Since the beginning of this term, I’ve been able to chat about this app with colleagues from particularly KS1. This new app has been particularly well received and has helped bridge the gap before moving on to using the ‘full’ version of Scratch.
Looking very similar to the Lego WeDo software, it presents coding in a very user friendly manner. Well worth downloading to your iOS devices and the best part is that it’s free!
Take a look at the ScratchJr website for more info and ideas for its use:
BBC News have reported changes to UK copyright laws that now permit UK citizens to make copies of CDs, MP3s, DVDs, Blu-rays and e-books – for PERSONAL USE only. Distributing & selling these copies still remains an infringement of copyright law.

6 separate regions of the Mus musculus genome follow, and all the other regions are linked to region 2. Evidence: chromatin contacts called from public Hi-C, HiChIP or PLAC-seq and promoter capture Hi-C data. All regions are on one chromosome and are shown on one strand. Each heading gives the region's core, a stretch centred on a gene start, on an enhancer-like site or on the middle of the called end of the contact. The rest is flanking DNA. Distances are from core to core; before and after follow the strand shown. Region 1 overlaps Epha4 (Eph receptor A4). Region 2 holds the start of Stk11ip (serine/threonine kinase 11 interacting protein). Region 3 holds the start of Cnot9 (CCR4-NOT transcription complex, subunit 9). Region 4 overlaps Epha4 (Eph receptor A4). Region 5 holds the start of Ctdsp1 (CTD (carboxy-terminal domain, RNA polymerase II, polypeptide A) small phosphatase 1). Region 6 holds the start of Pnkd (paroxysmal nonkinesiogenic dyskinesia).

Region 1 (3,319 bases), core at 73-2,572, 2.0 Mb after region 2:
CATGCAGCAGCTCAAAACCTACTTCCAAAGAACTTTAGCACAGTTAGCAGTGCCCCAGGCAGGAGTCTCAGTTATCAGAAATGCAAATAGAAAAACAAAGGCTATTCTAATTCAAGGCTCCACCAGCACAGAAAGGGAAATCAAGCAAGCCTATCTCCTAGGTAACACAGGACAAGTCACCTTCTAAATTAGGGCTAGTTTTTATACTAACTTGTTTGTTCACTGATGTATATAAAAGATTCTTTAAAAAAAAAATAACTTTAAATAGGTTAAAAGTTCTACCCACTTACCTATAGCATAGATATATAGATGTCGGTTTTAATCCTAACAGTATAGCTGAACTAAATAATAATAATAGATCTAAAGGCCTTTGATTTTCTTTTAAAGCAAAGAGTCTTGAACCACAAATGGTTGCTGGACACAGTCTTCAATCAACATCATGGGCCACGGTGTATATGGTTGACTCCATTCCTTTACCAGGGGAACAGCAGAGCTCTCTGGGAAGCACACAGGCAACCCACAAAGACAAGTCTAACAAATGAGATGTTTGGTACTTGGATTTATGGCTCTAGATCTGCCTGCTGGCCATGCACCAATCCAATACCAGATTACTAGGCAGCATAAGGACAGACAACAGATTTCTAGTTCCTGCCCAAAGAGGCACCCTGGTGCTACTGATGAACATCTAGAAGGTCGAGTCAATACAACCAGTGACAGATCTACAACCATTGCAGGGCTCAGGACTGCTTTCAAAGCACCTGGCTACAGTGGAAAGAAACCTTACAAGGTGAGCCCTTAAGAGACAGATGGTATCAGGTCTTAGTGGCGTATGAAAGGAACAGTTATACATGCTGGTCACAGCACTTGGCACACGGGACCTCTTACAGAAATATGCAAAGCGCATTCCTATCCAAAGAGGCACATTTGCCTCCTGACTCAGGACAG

Thankfully making a mashup or parody containing clips taken from films etc is no longer an offence where there was a risk of prosecution previously. This included simple editing of film clips/trailers.
Finally, after 13 years, we’re not doing anything illegal when using iTunes to rip CDs!
You can read the full BBC news report here:
The full IPO ‘Exceptions to Copyright: Guidance for Consumers’ report is available here:
And here’s a particular guide re the implications for Education & Teaching:
The key section from this new guide is this:
Caricature, parody or pastiche
‘What has changed?
The ability to re-edit copyright works in new and experimental ways is seen as an important learning and teaching exercise for creative skills.
Many works of caricature, parody or pastiche, involve some level of copying
from another work. The law has changed to allow limited uses of other people’s copyright material for the purposes of caricature, parody or pastiche, without first asking for permission.
It is important that educators understand the limits of this new provision.’